Im Focus: Visual intelligence is not the same as IQ

Just because someone is smart and well-motivated doesn't mean he or she can learn the visual skills needed to excel at tasks like matching fingerprints, interpreting medical X-rays, keeping track of aircraft on radar displays or forensic face matching.

That is the implication of a new study which shows for the first time that there is a broad range of differences in people's visual ability and that these...

Im Focus: Novel Nano-CT device creates high-resolution 3D-X-rays of tiny velvet worm legs

Computer Tomography (CT) is a standard procedure in hospitals, but so far, the technology has not been suitable for imaging extremely small objects. In PNAS, a team from the Technical University of Munich (TUM) describes a Nano-CT device that creates three-dimensional x-ray images at resolutions up to 100 nanometers. The first test application: Together with colleagues from the University of Kassel and Helmholtz-Zentrum Geesthacht the researchers analyzed the locomotory system of a velvet worm.

During a CT analysis, the object under investigation is x-rayed and a detector measures the respective amount of radiation absorbed from various angles....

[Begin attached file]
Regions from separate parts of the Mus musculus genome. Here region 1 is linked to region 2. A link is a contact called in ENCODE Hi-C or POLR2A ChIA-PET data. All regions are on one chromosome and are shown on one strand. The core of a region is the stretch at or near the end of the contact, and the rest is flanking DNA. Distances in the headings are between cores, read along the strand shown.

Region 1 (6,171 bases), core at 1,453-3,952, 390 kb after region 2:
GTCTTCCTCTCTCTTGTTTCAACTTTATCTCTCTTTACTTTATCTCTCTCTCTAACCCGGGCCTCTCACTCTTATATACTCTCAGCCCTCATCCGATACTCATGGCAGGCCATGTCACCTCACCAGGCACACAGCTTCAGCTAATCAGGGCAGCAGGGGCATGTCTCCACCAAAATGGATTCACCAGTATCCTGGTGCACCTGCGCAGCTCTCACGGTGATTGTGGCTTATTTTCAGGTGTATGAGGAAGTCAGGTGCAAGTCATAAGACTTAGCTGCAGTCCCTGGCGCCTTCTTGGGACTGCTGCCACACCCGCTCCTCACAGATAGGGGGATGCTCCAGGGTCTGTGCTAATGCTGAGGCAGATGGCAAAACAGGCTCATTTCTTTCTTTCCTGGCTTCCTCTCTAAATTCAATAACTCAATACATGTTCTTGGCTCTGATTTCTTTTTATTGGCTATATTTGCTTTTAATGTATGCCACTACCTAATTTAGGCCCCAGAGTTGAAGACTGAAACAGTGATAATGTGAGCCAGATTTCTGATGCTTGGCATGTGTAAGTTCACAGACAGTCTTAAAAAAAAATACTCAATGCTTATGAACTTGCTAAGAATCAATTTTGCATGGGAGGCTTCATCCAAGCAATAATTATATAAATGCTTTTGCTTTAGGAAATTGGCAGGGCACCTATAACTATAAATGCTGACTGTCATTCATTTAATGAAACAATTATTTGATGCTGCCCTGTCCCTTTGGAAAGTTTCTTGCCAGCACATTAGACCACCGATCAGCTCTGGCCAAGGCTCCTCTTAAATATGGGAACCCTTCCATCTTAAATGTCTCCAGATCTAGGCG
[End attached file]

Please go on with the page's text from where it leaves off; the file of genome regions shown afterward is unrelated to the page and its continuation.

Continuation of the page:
Im Focus: Researchers Develop Data Bus for Quantum Computer

The quantum world is fragile; error correction codes are needed to protect the information stored in a quantum object from the deteriorating effects of noise. Quantum physicists in Innsbruck have developed a protocol to pass quantum information between differently encoded building blocks of a future quantum computer, such as processors and memories. Scientists may use this protocol in the future to build a data bus for quantum computers. The researchers have published their work in the journal Nature Communications.

Future quantum computers will be able to solve problems where conventional computers fail today. We are still far away from any large-scale implementation,...

All Focus news of the innovation-report >>>

Anzeige

Anzeige

Event News

Ecology Across Borders: International conference brings together 1,500 ecologists

15.11.2017 | Event News

Road into laboratory: Users discuss biaxial fatigue-testing for car and truck wheel

15.11.2017 | Event News

#Berlin5GWeek: The right network for Industry 4.0

30.10.2017 | Event News

 
Latest News

Corporate coworking as a driver of innovation

22.11.2017 | Business and Finance

PPPL scientists deliver new high-resolution diagnostic to national laser facility

22.11.2017 | Physics and Astronomy

Quantum optics allows us to abandon expensive lasers in spectroscopy

22.11.2017 | Physics and Astronomy

VideoLinks
B2B-VideoLinks
More VideoLinks >>>